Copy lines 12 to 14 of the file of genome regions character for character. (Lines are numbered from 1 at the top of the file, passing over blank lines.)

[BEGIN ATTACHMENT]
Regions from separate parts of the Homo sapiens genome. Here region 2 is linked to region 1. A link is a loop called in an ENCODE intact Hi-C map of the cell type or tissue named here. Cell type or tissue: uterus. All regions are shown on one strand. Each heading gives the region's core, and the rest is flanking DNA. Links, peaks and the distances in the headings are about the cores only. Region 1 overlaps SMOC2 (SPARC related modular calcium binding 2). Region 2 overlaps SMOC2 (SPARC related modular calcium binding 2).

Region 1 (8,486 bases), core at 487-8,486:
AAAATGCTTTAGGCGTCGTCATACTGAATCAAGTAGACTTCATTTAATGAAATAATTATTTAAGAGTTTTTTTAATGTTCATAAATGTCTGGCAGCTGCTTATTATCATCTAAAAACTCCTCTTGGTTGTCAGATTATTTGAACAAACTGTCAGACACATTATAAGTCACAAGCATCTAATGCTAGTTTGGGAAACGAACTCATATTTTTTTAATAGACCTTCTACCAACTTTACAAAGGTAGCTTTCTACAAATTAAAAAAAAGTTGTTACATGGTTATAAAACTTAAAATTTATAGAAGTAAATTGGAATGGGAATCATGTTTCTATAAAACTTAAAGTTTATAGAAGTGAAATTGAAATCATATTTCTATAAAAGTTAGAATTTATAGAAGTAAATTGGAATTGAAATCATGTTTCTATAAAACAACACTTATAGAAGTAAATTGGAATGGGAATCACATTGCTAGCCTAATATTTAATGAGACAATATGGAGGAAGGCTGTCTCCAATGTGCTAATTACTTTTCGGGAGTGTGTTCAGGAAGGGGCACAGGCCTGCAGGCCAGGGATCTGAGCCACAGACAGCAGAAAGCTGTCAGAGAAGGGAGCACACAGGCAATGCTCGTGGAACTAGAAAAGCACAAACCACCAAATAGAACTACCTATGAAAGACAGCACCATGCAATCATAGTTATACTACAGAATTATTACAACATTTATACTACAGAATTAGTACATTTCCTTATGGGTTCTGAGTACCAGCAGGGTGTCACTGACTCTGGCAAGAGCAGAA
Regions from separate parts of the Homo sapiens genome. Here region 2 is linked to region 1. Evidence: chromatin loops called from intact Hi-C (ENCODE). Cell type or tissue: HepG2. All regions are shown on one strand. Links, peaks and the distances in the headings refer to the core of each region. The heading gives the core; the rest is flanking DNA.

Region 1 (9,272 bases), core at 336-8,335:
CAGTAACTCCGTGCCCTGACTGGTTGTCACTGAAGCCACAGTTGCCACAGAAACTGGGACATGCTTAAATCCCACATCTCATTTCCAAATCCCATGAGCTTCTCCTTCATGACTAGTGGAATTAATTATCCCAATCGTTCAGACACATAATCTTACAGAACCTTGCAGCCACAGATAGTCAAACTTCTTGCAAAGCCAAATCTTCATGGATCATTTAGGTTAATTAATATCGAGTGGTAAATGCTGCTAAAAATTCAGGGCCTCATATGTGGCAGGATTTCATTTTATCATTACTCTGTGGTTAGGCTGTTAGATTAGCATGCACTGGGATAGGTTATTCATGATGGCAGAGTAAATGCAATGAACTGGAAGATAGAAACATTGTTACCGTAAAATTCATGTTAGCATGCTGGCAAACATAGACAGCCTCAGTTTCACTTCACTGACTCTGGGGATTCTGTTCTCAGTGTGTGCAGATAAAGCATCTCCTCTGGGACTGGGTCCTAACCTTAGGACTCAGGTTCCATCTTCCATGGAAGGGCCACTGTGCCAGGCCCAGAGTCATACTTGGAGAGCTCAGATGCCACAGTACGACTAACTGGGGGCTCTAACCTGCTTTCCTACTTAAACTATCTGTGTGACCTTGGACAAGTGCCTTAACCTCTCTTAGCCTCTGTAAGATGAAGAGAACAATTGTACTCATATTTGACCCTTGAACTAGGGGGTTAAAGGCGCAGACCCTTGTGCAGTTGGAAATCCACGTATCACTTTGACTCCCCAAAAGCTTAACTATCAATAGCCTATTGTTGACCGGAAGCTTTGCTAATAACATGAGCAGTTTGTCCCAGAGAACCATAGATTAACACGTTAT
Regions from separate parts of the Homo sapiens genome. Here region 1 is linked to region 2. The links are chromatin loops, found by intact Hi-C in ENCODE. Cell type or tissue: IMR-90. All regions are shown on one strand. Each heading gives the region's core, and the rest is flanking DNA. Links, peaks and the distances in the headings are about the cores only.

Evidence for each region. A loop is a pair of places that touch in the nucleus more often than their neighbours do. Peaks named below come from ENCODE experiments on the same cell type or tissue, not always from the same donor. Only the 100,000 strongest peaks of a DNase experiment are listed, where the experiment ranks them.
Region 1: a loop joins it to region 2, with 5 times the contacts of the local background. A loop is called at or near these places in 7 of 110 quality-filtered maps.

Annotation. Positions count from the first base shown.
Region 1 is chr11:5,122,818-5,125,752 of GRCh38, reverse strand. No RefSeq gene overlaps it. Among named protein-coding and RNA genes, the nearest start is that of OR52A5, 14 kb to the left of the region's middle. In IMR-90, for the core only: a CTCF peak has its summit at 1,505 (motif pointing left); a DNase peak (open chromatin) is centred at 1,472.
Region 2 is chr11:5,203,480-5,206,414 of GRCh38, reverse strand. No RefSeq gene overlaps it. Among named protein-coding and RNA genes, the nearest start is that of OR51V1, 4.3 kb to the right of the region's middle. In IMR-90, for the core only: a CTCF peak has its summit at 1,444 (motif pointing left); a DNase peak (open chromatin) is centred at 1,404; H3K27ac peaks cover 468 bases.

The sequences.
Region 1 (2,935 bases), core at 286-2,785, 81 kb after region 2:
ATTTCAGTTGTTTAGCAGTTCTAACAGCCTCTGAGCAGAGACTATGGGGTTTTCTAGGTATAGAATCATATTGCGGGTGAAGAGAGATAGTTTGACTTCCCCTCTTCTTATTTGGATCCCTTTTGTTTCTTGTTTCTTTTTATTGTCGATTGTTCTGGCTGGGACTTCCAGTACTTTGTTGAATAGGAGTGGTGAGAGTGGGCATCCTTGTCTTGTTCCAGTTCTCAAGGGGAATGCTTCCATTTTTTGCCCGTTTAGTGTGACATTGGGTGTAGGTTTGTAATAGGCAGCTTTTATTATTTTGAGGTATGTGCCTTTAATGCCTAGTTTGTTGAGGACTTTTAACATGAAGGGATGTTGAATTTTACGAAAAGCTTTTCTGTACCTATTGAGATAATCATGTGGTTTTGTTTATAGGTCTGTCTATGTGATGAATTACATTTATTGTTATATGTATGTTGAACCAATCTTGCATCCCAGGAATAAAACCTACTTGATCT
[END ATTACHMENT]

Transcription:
Region 2 is chr11:5,203,480-5,206,414 of GRCh38, reverse strand. No RefSeq gene overlaps it. Among named protein-coding and RNA genes, the nearest start is that of OR51V1, 4.3 kb to the right of the region's middle. In IMR-90, for the core only: a CTCF peak has its summit at 1,444 (motif pointing left); a DNase peak (open chromatin) is centred at 1,404; H3K27ac peaks cover 468 bases.

The sequences.
Region 1 (2,935 bases), core at 286-2,785, 81 kb after region 2: